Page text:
According to objective collapse theories, superpositions are destroyed spontaneously (irrespective of external observation), when some objective physical threshold (of time, mass, temperature, irreversibility, etc.) is reached. Thus, the cat would be expected to have settled into a definite state long before the box is opened. This could loosely be phrased as "the cat observes itself", or "the environment observes the cat".

This constellation depicts the feline-equipped box at the center of a famous thought experiment devised by Austrian physicist Erwin Schrödinger in 1935. He imagined placing a cat into an opaque box along with a device that would release poison if a random subatomic event, like the decay of a radioactive atom, occurred. Because scientists cannot predict when the decay would happen, the only way to know the fate of the cat at any moment is by opening the box. As described by quantum mechanics, the cat is simultaneously alive and dead until it is observed. Schrödinger considered this "quite ridiculous" and, with the support of other scientists like Albert Einstein, used it to challenge the prevailing interpretation of quantum mechanics at the time.

So Fermi's LAT takes advantage of a phenomenon called "pair conversion." When an energetic gamma ray interacts with one of the tungsten plates inside the LAT, it converts into an electron and its antimatter counterpart, a positron. The LAT then tracks the electron to determine what part of the sky the original gamma ray came from.

The St. Lucie County Emergency Operations Center, where I was stationed during the storm, felt less like the public help center and more like the inside of a battleship. The command room (not open to the public) boasted four massive screens tuned into different channels, each with a different weather report, while officials decided how to best allocate their precious resources and fleeting time before Matthew brought its Category 4 winds to land.

None of that happened. Not even close. Instead, we watched the TV as if it were a glass door into Schrodinger's Box, with uncertainty about Matthew's path keeping us glued. We directed our energy not at each other, but rather at the monumental storm beating down our front door. Reporters traded information while various agency representatives bonded over nicotine and coffee.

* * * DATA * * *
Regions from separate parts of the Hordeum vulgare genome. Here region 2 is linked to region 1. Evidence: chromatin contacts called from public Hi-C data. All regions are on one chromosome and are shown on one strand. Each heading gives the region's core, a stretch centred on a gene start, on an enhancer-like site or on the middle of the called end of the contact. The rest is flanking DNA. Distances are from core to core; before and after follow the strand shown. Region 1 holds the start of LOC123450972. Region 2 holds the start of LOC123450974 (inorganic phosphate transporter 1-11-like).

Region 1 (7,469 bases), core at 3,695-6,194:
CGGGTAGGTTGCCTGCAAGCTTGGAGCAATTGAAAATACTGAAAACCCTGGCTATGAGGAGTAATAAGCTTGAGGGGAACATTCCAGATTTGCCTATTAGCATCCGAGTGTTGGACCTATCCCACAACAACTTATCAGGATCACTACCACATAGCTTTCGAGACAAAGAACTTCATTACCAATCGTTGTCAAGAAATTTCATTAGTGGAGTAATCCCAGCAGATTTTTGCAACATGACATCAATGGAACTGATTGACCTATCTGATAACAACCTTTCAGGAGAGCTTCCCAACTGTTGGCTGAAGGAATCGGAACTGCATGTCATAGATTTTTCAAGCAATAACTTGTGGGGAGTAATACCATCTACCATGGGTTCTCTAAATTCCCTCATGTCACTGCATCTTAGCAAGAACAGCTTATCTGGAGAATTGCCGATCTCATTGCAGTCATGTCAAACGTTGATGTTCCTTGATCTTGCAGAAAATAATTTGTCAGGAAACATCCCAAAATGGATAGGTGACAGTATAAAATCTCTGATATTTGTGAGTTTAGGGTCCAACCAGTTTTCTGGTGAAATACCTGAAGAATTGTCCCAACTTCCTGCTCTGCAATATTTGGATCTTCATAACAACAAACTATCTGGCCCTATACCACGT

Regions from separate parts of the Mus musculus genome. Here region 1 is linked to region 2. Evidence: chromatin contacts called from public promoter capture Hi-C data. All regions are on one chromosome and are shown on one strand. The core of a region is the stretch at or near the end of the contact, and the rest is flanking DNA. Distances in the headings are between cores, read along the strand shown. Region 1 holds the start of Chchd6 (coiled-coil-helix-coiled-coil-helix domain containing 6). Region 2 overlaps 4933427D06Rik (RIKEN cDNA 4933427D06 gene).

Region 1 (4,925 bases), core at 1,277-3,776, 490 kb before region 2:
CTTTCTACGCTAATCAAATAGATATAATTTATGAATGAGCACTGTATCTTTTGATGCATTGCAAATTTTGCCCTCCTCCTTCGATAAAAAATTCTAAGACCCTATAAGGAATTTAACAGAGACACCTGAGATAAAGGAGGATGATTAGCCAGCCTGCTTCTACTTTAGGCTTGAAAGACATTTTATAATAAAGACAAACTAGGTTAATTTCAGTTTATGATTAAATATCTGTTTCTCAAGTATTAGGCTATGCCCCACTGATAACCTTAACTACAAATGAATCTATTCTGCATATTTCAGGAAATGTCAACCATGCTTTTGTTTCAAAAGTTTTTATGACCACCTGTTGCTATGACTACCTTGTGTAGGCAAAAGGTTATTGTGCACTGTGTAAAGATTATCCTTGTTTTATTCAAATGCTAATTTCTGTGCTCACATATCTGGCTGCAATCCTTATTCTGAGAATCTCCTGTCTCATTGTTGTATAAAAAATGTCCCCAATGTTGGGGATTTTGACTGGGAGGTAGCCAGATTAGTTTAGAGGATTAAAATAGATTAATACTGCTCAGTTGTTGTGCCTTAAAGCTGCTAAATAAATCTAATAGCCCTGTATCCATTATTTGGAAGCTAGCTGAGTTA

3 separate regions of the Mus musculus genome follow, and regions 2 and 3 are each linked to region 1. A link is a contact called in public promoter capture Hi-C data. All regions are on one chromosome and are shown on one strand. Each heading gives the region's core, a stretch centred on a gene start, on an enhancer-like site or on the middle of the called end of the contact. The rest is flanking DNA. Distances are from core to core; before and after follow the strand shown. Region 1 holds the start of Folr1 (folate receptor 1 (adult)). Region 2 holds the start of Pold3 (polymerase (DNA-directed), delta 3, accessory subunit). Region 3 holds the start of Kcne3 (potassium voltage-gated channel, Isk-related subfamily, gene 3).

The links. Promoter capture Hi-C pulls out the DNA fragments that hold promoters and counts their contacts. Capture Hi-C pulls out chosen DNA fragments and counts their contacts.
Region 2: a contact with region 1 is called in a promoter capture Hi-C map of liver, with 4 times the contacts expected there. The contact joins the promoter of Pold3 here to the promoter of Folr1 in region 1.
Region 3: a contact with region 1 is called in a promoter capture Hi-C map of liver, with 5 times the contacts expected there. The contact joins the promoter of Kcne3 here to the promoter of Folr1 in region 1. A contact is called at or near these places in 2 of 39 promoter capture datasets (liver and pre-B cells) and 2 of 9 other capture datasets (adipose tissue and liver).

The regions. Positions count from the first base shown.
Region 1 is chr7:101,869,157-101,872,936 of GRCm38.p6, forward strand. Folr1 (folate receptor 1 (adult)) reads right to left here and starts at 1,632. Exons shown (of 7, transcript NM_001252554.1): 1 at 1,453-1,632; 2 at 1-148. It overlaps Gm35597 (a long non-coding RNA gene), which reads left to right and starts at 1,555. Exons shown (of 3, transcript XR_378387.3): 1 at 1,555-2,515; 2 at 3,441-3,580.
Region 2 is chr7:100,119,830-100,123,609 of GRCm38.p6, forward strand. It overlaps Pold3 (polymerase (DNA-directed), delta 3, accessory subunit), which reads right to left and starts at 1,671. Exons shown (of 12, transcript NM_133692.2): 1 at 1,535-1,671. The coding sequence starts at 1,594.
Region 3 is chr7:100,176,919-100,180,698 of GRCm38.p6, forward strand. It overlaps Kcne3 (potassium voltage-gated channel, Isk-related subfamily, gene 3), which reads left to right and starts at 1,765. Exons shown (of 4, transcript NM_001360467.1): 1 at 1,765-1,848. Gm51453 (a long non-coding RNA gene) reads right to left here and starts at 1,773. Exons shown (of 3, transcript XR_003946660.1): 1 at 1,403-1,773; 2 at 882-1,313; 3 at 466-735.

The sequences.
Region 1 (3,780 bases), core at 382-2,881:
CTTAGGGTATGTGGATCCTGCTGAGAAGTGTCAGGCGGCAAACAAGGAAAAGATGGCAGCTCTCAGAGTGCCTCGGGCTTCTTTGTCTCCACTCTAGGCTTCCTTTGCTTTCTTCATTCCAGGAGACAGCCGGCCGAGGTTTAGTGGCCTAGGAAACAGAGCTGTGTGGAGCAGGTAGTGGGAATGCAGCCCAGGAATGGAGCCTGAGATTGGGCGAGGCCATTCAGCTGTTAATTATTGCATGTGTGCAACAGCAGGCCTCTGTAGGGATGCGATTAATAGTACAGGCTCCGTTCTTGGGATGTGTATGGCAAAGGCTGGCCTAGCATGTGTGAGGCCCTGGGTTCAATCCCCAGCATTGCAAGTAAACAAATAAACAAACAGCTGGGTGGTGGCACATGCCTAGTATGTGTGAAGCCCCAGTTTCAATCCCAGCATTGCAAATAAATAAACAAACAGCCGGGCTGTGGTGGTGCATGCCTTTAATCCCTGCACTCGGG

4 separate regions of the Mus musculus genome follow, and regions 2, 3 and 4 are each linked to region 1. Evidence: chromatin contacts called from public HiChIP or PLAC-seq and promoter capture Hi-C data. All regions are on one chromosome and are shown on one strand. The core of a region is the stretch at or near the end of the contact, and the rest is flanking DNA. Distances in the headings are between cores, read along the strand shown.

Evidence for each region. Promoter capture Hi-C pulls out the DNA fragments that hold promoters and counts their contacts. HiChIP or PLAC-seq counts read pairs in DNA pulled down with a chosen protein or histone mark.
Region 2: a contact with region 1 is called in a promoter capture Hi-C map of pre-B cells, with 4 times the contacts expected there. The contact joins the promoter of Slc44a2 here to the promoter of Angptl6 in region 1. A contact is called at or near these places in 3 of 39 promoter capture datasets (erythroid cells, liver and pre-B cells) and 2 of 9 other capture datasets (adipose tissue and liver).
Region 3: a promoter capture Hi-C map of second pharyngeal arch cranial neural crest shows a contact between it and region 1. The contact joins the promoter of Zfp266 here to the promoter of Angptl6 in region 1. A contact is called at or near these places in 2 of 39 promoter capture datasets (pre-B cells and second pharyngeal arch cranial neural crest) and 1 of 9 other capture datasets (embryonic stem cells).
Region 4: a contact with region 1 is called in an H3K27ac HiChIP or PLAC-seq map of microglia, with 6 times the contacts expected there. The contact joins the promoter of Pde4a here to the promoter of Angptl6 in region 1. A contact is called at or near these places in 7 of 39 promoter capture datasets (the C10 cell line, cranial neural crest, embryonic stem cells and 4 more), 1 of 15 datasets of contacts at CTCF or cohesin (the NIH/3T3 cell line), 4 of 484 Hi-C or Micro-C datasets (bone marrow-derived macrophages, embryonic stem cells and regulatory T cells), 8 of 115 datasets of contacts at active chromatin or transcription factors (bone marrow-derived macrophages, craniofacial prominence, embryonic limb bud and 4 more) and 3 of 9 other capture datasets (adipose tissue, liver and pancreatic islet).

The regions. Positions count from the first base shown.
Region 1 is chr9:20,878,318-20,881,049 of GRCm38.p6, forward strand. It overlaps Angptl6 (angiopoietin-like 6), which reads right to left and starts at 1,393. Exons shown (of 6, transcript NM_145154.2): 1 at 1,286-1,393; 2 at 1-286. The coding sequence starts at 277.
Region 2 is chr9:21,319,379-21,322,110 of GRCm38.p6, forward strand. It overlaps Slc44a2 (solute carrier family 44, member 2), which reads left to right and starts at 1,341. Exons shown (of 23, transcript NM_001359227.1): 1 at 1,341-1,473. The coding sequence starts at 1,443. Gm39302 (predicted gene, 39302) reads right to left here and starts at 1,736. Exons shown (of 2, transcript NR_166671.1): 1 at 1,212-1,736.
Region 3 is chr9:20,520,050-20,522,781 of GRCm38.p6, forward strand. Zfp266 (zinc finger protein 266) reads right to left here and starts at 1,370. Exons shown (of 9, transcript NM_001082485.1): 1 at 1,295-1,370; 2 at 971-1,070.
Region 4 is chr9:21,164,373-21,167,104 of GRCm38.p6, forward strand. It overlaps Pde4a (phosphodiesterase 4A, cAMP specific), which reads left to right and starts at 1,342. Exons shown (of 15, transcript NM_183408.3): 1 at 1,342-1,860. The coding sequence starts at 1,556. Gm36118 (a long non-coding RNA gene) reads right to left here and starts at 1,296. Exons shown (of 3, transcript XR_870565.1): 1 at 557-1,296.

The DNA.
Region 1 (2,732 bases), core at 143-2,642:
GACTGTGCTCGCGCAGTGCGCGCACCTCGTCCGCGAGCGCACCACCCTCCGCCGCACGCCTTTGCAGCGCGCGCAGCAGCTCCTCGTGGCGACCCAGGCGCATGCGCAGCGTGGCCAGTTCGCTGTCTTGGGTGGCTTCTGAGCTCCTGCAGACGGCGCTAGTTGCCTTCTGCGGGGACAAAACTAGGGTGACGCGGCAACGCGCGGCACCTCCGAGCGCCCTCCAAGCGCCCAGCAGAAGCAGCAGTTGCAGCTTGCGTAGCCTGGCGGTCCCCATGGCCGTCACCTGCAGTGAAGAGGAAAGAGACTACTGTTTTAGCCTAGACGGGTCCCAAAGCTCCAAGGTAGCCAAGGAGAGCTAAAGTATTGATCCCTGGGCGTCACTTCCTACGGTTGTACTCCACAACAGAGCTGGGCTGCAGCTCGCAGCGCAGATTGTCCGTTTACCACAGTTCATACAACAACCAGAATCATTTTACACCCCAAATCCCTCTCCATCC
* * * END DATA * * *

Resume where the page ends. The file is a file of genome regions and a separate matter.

That's easy enough to understand. But an awesome subtlety turns it into a new tenet of scientific faith. It makes precise measurement unthinkable. And that means we no longer have reason for thinking the world has any ultimate precision to measure.

Schrödinger said that if that's the case, let's seal a cat, a geiger counter, a fragment of radioactive material, and a bottle of poison gas into a box for one hour. There's a 50-50 chance that radioactive decay will trigger the geiger counter, activate a mechanism that breaks the bottle, and poison the cat. He asks if we'll find a live cat or a dead one when we open the box.

The system can be represented as a potential well with two minima, both of which contain several bound states, separated by a barrier. Friedman and co-workers start with a current of about 1 microamp flowing in, say, the clockwise direction. Next they illuminate the SQUID with microwaves which excite the system to a clockwise state with higher energy. The system can now tunnel from the clockwise state into the anti-clockwise state, and back.

The story behind the puzzle is based on Schrodingers's cat: In 1935, Vienna, an Austrian physicist Erwin Schrodinger conducted experiments in the area of quantum mechanics and demonstrated that it could be applied to everyday objects. In his experiment a cat and a portion of poison were put into a box. Quantum mechanics says that after a while, the cat will be both alive and dead. Unforumately, Schrodinger got busy and completely forgot about the cat.... We're sure the cat is still alive. Now it's time to rescue it!

Schrodinger is most widely known these days for a theoretical experiment he described about a cat in a box. The experiment went something like this: what if you placed a cat into a box with a hammer, a vial of poison, radioactive material, and a Geiger counter?

Anyone with a passing interest in quantum theory (no, seriously - bear with me) will probably be familiar with Schrodinger's Cat. For the uninitiated, the moggy in question is part of a famous thought experiment in which a cat is sealed into a box, and there's a random chance that it may be killed while in this box. However, according to Erwin Schrodinger, who thought up the experiment and presumably didn't like cats very much, in quantum mechanics, the cat is neither alive nor dead while it is in the box - instead, it exists in both states, and those states are only resolved when the box is opened and someone peers in. 041b061a72